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Maya

Choosing my writing sample

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Hi everyone,

I am currently trying to choose which writing sample to submit for my applications. I have narrowed the possibilities to three, and am strongly leaning toward a paper I wrote during my undergrad--well, a section of it, since it's over 50 pages. This paper is probably my strongest work, and in terms of the topic and methodology, it ties in very well with the research project I want to undertake in my PhD, and which I have been discussing with potential supervisors at the schools I am applying for.

However, I wonder if submitting an undergraduate paper, when I have since done a graduate degree, might raise eyebrows among the app committee. I don't want to send a message that I did not improve my skills as a grad student; its more just a matter of not having had the opportunity in my MA to do an in-depth research paper like the one I did for my BA (I didn't do an MA thesis). Mind you, neither of my degrees were in Sociology (they were in PoliSci), but I won't go there right now....

Is anyone else submitting older, rather than more recent, work?

Good luck with your applications!

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Would other parts of your application (e.g. CV) identify the undergrad paper as, indeed, an undergrad paper? I assume it was your senior thesis, and so you have likely described the project somewhere else on your application. But if not, and it is your best work, then it seems that adcomms wouldn't necessarily know whether you completed it as an undergrad or a Master's student.

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Do they give any detail as to what they're looking for in a writing sample? I've seen a couple that say the sample should be on the topic you'd like to study in grad school (which would support sending in your undergrad sample) and others that recommend something from a masters program if you have a masters. Of course that's just recommended so it's not like in your case you'd have to draw from your masters work. If you use your undergrad sample, they'll still see your transcript from grad school, right, so they'll see that you thrived!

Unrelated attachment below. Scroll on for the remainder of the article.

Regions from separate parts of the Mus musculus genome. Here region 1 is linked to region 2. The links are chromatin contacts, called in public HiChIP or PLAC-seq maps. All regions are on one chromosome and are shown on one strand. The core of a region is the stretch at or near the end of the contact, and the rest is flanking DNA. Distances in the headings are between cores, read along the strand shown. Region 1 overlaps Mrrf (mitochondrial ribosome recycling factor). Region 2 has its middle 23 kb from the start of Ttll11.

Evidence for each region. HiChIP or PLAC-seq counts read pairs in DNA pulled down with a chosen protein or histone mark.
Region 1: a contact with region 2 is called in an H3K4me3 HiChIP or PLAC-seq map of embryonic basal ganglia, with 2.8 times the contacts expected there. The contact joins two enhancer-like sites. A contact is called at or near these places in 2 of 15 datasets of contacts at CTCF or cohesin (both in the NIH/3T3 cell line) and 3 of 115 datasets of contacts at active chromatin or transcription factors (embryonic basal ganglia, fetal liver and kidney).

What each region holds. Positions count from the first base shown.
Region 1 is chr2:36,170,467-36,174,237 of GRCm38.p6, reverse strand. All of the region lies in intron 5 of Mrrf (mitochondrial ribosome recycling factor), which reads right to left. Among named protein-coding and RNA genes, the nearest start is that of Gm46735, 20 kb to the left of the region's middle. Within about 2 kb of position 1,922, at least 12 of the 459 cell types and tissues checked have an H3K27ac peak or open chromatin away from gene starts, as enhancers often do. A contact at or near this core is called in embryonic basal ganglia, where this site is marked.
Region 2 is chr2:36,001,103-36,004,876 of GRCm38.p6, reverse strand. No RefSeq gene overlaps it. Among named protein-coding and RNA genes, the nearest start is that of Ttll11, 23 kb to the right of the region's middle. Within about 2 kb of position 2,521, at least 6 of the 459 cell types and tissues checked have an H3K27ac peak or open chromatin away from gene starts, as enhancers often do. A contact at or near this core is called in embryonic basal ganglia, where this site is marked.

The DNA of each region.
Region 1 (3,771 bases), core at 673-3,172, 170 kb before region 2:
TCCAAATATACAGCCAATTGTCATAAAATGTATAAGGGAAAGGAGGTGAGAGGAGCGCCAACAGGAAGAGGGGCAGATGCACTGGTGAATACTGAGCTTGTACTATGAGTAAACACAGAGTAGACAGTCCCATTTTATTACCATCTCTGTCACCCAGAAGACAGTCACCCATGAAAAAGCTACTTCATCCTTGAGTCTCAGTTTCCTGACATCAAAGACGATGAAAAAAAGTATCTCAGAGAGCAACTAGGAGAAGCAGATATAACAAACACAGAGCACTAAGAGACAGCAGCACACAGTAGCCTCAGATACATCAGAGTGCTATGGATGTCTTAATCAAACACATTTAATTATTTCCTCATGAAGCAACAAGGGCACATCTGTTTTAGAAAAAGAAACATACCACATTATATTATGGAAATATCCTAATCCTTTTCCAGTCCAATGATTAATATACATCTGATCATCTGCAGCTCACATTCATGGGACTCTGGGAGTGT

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Do they give any detail as to what they're looking for in a writing sample? I've seen a couple that say the sample should be on the topic you'd like to study in grad school (which would support sending in your undergrad sample) and others that recommend something from a masters program if you have a masters. Of course that's just recommended so it's not like in your case you'd have to draw from your masters work. If you use your undergrad sample, they'll still see your transcript from grad school, right, so they'll see that you thrived!

yes that's a good point, my transcript should hopefully rid them of any suspicions! Thanks

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Hi,

Most people I've come across don't put much weight into the writing sample.

Chances are, you'll change your ideas once you enter and (unless you've taken some grad courses during high school), what you're attempting to study would need to be refined. My advice is simple: send your writing statement to two copy editors, and be done with it. In my experience, students spend too much time on things that dont matter......(i.e., writing statements, statement of purposes, etc.).

The committees tend to look at gre scores, letters, and grades (in that order). GRE scores are the best proof (in their minds) of your ability to succeed in a program, holding all else constant. Letters will likely confirm their original suspicions created from your statement and letters.

Grades are grades. I wouldnt do horrible, but an A at Berkley isnt an A at your local community college (in their minds). A "Sociology of Culture" class taken with Ann Swidler is not the same as a "Sociology of Culture" class taken online.

That's my two cents......